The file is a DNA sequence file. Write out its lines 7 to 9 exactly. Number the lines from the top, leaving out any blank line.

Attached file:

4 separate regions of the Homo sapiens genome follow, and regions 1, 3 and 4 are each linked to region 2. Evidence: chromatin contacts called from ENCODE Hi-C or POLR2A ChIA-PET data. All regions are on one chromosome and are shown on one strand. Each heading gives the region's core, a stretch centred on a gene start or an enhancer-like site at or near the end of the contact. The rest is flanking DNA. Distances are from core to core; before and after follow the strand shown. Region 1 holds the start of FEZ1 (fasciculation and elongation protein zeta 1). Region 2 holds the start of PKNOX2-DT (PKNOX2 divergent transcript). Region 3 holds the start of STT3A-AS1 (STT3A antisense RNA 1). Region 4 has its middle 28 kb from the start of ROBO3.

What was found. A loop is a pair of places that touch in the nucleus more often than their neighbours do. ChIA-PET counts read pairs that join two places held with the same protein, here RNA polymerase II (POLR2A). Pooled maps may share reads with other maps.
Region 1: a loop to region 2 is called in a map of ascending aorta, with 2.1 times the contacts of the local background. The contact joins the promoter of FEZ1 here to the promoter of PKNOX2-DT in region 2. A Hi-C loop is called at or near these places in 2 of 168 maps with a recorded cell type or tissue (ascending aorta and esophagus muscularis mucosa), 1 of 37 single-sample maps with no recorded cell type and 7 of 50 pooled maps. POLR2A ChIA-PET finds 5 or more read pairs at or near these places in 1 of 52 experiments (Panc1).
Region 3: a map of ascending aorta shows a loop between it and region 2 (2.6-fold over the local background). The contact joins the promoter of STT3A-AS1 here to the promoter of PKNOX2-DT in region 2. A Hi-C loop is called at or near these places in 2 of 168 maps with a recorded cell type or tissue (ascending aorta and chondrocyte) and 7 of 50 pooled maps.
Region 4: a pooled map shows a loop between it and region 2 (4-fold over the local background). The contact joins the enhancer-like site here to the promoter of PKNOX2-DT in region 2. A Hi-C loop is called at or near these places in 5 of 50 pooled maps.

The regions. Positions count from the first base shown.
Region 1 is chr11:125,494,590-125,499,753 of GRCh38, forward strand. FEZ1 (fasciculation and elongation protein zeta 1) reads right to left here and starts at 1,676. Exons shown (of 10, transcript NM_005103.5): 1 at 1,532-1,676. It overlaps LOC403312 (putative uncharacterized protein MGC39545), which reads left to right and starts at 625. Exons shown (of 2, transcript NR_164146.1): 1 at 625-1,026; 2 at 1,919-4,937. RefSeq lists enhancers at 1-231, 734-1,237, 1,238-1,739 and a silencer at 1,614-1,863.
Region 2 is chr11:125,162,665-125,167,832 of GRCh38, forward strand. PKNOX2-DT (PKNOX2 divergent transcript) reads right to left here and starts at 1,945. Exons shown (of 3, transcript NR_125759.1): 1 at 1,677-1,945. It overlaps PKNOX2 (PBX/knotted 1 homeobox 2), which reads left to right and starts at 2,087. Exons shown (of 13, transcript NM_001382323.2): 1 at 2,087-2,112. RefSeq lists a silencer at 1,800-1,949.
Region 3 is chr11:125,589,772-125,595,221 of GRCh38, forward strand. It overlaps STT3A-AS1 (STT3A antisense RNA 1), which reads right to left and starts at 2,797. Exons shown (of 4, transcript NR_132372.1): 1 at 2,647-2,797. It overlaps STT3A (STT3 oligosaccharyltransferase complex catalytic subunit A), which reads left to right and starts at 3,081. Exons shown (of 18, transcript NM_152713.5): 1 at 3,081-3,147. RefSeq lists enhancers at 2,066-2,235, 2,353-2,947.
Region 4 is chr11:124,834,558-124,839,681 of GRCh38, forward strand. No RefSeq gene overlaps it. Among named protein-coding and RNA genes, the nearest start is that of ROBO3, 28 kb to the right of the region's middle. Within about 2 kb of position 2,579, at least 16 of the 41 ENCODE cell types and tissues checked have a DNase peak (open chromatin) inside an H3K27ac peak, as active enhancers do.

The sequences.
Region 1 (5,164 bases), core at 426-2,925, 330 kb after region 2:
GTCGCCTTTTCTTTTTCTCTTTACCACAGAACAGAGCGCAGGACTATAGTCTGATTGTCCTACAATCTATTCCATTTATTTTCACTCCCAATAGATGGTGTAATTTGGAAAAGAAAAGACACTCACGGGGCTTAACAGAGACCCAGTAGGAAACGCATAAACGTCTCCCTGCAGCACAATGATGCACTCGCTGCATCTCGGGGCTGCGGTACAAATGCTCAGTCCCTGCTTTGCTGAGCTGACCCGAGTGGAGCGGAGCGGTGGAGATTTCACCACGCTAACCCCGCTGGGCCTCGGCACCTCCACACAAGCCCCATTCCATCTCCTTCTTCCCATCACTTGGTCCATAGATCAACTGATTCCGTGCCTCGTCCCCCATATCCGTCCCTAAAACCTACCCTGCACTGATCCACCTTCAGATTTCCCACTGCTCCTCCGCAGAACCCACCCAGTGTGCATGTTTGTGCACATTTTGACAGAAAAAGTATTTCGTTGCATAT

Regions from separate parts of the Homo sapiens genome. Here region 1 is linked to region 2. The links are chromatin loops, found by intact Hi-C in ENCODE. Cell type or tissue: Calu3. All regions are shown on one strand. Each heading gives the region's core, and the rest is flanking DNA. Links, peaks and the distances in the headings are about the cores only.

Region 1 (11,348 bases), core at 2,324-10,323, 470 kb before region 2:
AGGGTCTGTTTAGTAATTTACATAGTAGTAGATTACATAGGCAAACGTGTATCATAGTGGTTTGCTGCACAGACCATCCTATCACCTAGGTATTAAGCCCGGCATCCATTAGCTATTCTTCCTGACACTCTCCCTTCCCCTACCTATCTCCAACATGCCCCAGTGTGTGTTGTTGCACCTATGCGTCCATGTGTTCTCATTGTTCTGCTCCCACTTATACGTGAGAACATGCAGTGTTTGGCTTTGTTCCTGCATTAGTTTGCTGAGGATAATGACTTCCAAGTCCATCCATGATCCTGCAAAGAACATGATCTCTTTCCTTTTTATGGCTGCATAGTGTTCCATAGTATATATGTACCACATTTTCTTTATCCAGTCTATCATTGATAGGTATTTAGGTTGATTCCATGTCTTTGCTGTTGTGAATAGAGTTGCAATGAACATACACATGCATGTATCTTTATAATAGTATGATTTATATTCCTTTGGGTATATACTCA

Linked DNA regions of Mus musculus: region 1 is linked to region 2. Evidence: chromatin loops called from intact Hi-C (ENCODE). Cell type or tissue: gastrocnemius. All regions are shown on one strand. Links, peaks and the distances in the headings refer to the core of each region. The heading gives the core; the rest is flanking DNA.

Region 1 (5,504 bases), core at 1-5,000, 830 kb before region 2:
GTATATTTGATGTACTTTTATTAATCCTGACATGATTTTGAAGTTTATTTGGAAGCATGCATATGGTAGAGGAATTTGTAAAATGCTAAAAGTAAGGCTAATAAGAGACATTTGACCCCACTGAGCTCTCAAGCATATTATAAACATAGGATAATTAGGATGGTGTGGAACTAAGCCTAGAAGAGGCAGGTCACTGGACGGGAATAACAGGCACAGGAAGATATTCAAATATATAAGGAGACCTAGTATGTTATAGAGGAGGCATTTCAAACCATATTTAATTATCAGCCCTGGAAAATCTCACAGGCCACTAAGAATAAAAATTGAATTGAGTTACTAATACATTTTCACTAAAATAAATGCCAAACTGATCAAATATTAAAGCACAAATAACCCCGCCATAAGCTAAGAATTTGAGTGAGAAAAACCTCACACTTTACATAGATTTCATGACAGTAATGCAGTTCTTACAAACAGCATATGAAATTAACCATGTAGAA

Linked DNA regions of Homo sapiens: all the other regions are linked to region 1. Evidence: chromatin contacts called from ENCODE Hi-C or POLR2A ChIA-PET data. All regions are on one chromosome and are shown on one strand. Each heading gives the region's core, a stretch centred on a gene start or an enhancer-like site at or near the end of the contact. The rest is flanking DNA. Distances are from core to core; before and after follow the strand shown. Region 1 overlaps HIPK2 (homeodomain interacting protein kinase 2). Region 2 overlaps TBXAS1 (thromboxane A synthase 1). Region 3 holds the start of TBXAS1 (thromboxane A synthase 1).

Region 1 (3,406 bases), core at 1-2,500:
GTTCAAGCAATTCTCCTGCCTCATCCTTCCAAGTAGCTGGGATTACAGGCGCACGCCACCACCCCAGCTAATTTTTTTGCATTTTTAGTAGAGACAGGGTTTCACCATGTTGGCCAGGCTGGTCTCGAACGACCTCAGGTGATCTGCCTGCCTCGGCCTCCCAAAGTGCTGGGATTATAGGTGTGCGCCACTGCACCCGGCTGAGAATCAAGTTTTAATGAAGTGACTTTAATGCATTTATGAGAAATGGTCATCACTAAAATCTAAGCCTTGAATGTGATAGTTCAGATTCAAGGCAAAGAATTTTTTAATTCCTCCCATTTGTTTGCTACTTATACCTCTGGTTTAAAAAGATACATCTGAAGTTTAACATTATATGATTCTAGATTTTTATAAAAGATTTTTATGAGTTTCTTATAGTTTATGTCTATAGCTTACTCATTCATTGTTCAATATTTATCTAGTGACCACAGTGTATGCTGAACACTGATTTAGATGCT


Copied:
Region 1 is chr11:125,494,590-125,499,753 of GRCh38, forward strand. FEZ1 (fasciculation and elongation protein zeta 1) reads right to left here and starts at 1,676. Exons shown (of 10, transcript NM_005103.5): 1 at 1,532-1,676. It overlaps LOC403312 (putative uncharacterized protein MGC39545), which reads left to right and starts at 625. Exons shown (of 2, transcript NR_164146.1): 1 at 625-1,026; 2 at 1,919-4,937. RefSeq lists enhancers at 1-231, 734-1,237, 1,238-1,739 and a silencer at 1,614-1,863.
Region 2 is chr11:125,162,665-125,167,832 of GRCh38, forward strand. PKNOX2-DT (PKNOX2 divergent transcript) reads right to left here and starts at 1,945. Exons shown (of 3, transcript NR_125759.1): 1 at 1,677-1,945. It overlaps PKNOX2 (PBX/knotted 1 homeobox 2), which reads left to right and starts at 2,087. Exons shown (of 13, transcript NM_001382323.2): 1 at 2,087-2,112. RefSeq lists a silencer at 1,800-1,949.
Region 3 is chr11:125,589,772-125,595,221 of GRCh38, forward strand. It overlaps STT3A-AS1 (STT3A antisense RNA 1), which reads right to left and starts at 2,797. Exons shown (of 4, transcript NR_132372.1): 1 at 2,647-2,797. It overlaps STT3A (STT3 oligosaccharyltransferase complex catalytic subunit A), which reads left to right and starts at 3,081. Exons shown (of 18, transcript NM_152713.5): 1 at 3,081-3,147. RefSeq lists enhancers at 2,066-2,235, 2,353-2,947.